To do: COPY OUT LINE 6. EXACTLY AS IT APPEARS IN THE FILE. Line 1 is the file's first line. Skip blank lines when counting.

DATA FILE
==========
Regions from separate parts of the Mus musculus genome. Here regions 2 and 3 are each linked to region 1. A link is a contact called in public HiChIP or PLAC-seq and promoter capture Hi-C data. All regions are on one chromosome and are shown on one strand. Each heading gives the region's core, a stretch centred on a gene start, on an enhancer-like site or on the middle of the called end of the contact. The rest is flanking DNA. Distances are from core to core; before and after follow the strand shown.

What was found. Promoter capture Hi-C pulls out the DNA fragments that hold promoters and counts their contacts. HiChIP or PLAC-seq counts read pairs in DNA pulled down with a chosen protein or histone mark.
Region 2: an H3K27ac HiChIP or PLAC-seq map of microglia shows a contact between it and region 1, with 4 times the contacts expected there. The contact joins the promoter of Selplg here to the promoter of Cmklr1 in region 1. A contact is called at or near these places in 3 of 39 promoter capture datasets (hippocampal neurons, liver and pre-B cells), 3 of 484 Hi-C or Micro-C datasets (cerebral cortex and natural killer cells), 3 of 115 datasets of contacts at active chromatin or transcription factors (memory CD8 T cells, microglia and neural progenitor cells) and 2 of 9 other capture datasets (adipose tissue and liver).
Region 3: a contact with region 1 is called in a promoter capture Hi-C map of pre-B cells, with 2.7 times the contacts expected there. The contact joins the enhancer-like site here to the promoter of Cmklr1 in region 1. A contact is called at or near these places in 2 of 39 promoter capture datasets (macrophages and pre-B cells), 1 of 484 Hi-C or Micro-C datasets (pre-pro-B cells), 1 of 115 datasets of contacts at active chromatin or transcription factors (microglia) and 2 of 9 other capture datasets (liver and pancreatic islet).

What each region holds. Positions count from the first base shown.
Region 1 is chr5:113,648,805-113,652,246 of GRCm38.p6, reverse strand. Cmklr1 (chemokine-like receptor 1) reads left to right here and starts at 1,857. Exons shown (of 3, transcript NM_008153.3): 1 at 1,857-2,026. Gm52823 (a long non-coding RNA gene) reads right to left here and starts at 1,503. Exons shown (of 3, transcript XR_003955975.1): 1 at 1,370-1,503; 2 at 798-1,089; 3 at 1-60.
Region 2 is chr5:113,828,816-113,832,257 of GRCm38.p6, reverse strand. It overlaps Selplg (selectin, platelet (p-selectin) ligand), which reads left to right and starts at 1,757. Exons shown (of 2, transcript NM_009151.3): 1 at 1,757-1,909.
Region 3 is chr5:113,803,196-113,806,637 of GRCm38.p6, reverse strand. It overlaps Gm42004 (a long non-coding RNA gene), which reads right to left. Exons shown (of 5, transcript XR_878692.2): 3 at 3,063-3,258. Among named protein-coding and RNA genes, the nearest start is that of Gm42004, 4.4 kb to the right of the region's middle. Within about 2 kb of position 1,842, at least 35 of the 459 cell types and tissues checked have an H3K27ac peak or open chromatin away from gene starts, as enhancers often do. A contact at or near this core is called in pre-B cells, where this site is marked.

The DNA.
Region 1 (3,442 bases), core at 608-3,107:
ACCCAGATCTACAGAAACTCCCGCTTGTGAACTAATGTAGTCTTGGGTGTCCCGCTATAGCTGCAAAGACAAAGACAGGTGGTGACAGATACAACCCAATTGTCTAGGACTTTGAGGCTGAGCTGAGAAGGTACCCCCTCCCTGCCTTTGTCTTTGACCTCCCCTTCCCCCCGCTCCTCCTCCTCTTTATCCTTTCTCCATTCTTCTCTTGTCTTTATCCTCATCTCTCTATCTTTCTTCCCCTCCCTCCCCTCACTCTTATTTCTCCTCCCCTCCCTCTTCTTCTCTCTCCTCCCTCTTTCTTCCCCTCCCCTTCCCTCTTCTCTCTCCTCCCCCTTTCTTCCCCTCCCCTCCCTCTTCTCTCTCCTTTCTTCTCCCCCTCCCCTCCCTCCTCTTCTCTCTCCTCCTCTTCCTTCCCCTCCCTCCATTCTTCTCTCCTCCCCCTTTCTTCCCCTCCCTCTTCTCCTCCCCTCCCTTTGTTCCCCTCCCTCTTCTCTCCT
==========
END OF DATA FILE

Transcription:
Region 1 is chr5:113,648,805-113,652,246 of GRCm38.p6, reverse strand. Cmklr1 (chemokine-like receptor 1) reads left to right here and starts at 1,857. Exons shown (of 3, transcript NM_008153.3): 1 at 1,857-2,026. Gm52823 (a long non-coding RNA gene) reads right to left here and starts at 1,503. Exons shown (of 3, transcript XR_003955975.1): 1 at 1,370-1,503; 2 at 798-1,089; 3 at 1-60.